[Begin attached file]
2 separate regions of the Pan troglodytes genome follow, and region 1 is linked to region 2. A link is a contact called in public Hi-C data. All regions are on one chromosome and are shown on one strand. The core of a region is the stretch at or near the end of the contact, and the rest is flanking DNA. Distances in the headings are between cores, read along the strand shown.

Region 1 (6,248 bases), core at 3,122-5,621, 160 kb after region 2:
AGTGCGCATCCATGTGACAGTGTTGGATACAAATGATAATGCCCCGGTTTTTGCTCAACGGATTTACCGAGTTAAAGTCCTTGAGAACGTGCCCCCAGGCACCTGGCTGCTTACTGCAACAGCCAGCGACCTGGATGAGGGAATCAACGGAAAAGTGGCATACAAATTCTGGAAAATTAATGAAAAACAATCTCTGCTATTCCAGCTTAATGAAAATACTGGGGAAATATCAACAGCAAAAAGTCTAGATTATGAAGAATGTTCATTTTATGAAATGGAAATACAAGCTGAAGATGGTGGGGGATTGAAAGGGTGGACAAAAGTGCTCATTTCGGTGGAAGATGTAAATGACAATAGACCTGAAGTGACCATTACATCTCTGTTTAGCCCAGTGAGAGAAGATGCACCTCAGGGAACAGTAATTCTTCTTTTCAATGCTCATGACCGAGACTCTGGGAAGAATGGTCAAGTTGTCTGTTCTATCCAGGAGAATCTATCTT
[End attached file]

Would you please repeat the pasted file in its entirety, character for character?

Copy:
2 separate regions of the Pan troglodytes genome follow, and region 1 is linked to region 2. A link is a contact called in public Hi-C data. All regions are on one chromosome and are shown on one strand. The core of a region is the stretch at or near the end of the contact, and the rest is flanking DNA. Distances in the headings are between cores, read along the strand shown.

Region 1 (6,248 bases), core at 3,122-5,621, 160 kb after region 2:
AGTGCGCATCCATGTGACAGTGTTGGATACAAATGATAATGCCCCGGTTTTTGCTCAACGGATTTACCGAGTTAAAGTCCTTGAGAACGTGCCCCCAGGCACCTGGCTGCTTACTGCAACAGCCAGCGACCTGGATGAGGGAATCAACGGAAAAGTGGCATACAAATTCTGGAAAATTAATGAAAAACAATCTCTGCTATTCCAGCTTAATGAAAATACTGGGGAAATATCAACAGCAAAAAGTCTAGATTATGAAGAATGTTCATTTTATGAAATGGAAATACAAGCTGAAGATGGTGGGGGATTGAAAGGGTGGACAAAAGTGCTCATTTCGGTGGAAGATGTAAATGACAATAGACCTGAAGTGACCATTACATCTCTGTTTAGCCCAGTGAGAGAAGATGCACCTCAGGGAACAGTAATTCTTCTTTTCAATGCTCATGACCGAGACTCTGGGAAGAATGGTCAAGTTGTCTGTTCTATCCAGGAGAATCTATCTT